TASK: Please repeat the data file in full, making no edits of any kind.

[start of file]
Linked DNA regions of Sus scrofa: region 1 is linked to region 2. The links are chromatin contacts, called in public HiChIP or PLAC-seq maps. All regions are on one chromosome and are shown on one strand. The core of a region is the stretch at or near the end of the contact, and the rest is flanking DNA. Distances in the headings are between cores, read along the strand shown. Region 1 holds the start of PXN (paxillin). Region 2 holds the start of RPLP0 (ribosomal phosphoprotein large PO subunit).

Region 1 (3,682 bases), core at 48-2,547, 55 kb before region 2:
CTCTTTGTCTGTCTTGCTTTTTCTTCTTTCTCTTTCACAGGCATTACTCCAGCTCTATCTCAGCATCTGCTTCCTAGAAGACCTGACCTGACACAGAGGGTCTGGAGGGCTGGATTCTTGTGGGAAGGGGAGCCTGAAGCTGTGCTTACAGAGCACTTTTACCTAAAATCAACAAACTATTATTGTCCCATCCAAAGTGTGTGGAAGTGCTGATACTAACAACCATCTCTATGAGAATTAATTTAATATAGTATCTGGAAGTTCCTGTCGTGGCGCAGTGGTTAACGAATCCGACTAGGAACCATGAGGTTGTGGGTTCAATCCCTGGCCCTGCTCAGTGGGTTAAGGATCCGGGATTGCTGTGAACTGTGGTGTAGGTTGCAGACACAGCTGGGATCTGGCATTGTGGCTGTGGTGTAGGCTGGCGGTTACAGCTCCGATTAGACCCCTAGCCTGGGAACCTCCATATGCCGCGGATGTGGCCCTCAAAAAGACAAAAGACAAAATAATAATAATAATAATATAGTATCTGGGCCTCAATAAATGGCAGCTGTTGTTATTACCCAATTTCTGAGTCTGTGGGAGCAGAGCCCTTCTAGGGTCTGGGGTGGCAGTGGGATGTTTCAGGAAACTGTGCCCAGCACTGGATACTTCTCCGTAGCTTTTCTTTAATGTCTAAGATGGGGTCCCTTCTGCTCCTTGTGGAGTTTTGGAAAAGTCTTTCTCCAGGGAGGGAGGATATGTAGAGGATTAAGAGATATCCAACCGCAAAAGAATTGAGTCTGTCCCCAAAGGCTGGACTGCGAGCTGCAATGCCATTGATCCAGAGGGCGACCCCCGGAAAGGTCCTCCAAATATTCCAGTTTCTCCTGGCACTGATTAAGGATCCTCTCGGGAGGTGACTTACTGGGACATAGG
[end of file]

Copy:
Linked DNA regions of Sus scrofa: region 1 is linked to region 2. The links are chromatin contacts, called in public HiChIP or PLAC-seq maps. All regions are on one chromosome and are shown on one strand. The core of a region is the stretch at or near the end of the contact, and the rest is flanking DNA. Distances in the headings are between cores, read along the strand shown. Region 1 holds the start of PXN (paxillin). Region 2 holds the start of RPLP0 (ribosomal phosphoprotein large PO subunit).

Region 1 (3,682 bases), core at 48-2,547, 55 kb before region 2:
CTCTTTGTCTGTCTTGCTTTTTCTTCTTTCTCTTTCACAGGCATTACTCCAGCTCTATCTCAGCATCTGCTTCCTAGAAGACCTGACCTGACACAGAGGGTCTGGAGGGCTGGATTCTTGTGGGAAGGGGAGCCTGAAGCTGTGCTTACAGAGCACTTTTACCTAAAATCAACAAACTATTATTGTCCCATCCAAAGTGTGTGGAAGTGCTGATACTAACAACCATCTCTATGAGAATTAATTTAATATAGTATCTGGAAGTTCCTGTCGTGGCGCAGTGGTTAACGAATCCGACTAGGAACCATGAGGTTGTGGGTTCAATCCCTGGCCCTGCTCAGTGGGTTAAGGATCCGGGATTGCTGTGAACTGTGGTGTAGGTTGCAGACACAGCTGGGATCTGGCATTGTGGCTGTGGTGTAGGCTGGCGGTTACAGCTCCGATTAGACCCCTAGCCTGGGAACCTCCATATGCCGCGGATGTGGCCCTCAAAAAGACAAAAGACAAAATAATAATAATAATAATATAGTATCTGGGCCTCAATAAATGGCAGCTGTTGTTATTACCCAATTTCTGAGTCTGTGGGAGCAGAGCCCTTCTAGGGTCTGGGGTGGCAGTGGGATGTTTCAGGAAACTGTGCCCAGCACTGGATACTTCTCCGTAGCTTTTCTTTAATGTCTAAGATGGGGTCCCTTCTGCTCCTTGTGGAGTTTTGGAAAAGTCTTTCTCCAGGGAGGGAGGATATGTAGAGGATTAAGAGATATCCAACCGCAAAAGAATTGAGTCTGTCCCCAAAGGCTGGACTGCGAGCTGCAATGCCATTGATCCAGAGGGCGACCCCCGGAAAGGTCCTCCAAATATTCCAGTTTCTCCTGGCACTGATTAAGGATCCTCTCGGGAGGTGACTTACTGGGACATAGG